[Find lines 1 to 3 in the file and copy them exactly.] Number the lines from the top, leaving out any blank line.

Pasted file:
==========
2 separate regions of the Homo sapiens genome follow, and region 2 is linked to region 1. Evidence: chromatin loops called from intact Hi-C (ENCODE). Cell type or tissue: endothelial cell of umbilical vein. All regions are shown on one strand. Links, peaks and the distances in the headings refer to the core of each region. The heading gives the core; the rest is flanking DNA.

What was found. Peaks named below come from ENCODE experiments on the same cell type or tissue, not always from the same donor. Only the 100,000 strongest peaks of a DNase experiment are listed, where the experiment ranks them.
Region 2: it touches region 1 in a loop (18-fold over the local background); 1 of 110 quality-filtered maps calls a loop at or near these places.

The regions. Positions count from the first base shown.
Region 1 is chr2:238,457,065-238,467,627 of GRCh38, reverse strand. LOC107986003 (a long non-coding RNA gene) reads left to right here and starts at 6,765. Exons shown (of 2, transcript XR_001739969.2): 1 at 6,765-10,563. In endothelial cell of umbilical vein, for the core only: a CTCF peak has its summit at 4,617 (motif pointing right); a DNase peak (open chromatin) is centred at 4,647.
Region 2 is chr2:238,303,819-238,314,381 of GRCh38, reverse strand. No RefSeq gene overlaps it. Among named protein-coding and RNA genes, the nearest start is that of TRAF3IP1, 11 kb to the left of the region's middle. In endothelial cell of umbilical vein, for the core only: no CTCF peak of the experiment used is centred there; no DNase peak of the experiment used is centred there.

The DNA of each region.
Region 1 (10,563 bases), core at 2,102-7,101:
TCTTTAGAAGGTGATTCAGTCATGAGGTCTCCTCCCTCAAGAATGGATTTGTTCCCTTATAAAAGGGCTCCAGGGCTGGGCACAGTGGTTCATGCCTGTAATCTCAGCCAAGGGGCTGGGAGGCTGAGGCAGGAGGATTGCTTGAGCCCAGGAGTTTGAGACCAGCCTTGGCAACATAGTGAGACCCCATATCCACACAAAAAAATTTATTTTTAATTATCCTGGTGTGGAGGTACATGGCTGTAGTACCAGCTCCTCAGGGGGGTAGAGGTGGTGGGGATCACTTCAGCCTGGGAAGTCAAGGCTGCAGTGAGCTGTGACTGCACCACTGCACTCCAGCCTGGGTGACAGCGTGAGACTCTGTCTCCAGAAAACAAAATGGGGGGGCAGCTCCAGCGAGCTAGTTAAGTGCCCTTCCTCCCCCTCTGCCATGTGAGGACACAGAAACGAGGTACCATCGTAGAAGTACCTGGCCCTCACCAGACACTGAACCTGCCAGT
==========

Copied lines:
2 separate regions of the Homo sapiens genome follow, and region 2 is linked to region 1. Evidence: chromatin loops called from intact Hi-C (ENCODE). Cell type or tissue: endothelial cell of umbilical vein. All regions are shown on one strand. Links, peaks and the distances in the headings refer to the core of each region. The heading gives the core; the rest is flanking DNA.

What was found. Peaks named below come from ENCODE experiments on the same cell type or tissue, not always from the same donor. Only the 100,000 strongest peaks of a DNase experiment are listed, where the experiment ranks them.
Region 2: it touches region 1 in a loop (18-fold over the local background); 1 of 110 quality-filtered maps calls a loop at or near these places.